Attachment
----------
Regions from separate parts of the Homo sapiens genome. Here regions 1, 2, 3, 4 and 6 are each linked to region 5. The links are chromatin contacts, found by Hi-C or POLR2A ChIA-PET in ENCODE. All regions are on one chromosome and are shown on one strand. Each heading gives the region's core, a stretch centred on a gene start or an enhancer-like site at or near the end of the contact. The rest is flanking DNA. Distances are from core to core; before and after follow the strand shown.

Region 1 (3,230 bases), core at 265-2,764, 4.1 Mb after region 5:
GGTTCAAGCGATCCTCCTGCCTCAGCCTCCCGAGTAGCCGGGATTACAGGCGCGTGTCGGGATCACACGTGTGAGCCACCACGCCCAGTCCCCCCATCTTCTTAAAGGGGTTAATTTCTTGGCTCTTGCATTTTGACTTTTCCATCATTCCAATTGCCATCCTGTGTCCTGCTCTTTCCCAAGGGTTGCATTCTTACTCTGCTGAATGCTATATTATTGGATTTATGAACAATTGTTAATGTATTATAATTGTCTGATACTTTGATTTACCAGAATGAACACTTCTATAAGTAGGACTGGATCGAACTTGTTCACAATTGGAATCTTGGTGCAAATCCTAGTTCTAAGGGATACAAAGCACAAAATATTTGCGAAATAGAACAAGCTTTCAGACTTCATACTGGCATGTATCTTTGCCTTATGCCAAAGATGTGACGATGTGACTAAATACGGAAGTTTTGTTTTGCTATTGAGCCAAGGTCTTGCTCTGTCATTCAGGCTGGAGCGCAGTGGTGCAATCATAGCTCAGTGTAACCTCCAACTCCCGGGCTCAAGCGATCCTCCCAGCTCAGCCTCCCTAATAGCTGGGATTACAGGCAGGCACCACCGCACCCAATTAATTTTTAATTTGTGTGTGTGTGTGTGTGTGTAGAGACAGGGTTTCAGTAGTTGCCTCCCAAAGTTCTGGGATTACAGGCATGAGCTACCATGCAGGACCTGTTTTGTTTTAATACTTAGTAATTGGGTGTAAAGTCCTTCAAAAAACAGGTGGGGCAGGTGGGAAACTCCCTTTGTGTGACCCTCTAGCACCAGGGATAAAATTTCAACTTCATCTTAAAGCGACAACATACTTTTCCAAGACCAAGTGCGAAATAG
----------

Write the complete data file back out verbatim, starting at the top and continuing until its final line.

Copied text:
Regions from separate parts of the Homo sapiens genome. Here regions 1, 2, 3, 4 and 6 are each linked to region 5. The links are chromatin contacts, found by Hi-C or POLR2A ChIA-PET in ENCODE. All regions are on one chromosome and are shown on one strand. Each heading gives the region's core, a stretch centred on a gene start or an enhancer-like site at or near the end of the contact. The rest is flanking DNA. Distances are from core to core; before and after follow the strand shown.

Region 1 (3,230 bases), core at 265-2,764, 4.1 Mb after region 5:
GGTTCAAGCGATCCTCCTGCCTCAGCCTCCCGAGTAGCCGGGATTACAGGCGCGTGTCGGGATCACACGTGTGAGCCACCACGCCCAGTCCCCCCATCTTCTTAAAGGGGTTAATTTCTTGGCTCTTGCATTTTGACTTTTCCATCATTCCAATTGCCATCCTGTGTCCTGCTCTTTCCCAAGGGTTGCATTCTTACTCTGCTGAATGCTATATTATTGGATTTATGAACAATTGTTAATGTATTATAATTGTCTGATACTTTGATTTACCAGAATGAACACTTCTATAAGTAGGACTGGATCGAACTTGTTCACAATTGGAATCTTGGTGCAAATCCTAGTTCTAAGGGATACAAAGCACAAAATATTTGCGAAATAGAACAAGCTTTCAGACTTCATACTGGCATGTATCTTTGCCTTATGCCAAAGATGTGACGATGTGACTAAATACGGAAGTTTTGTTTTGCTATTGAGCCAAGGTCTTGCTCTGTCATTCAGGCTGGAGCGCAGTGGTGCAATCATAGCTCAGTGTAACCTCCAACTCCCGGGCTCAAGCGATCCTCCCAGCTCAGCCTCCCTAATAGCTGGGATTACAGGCAGGCACCACCGCACCCAATTAATTTTTAATTTGTGTGTGTGTGTGTGTGTGTAGAGACAGGGTTTCAGTAGTTGCCTCCCAAAGTTCTGGGATTACAGGCATGAGCTACCATGCAGGACCTGTTTTGTTTTAATACTTAGTAATTGGGTGTAAAGTCCTTCAAAAAACAGGTGGGGCAGGTGGGAAACTCCCTTTGTGTGACCCTCTAGCACCAGGGATAAAATTTCAACTTCATCTTAAAGCGACAACATACTTTTCCAAGACCAAGTGCGAAATAG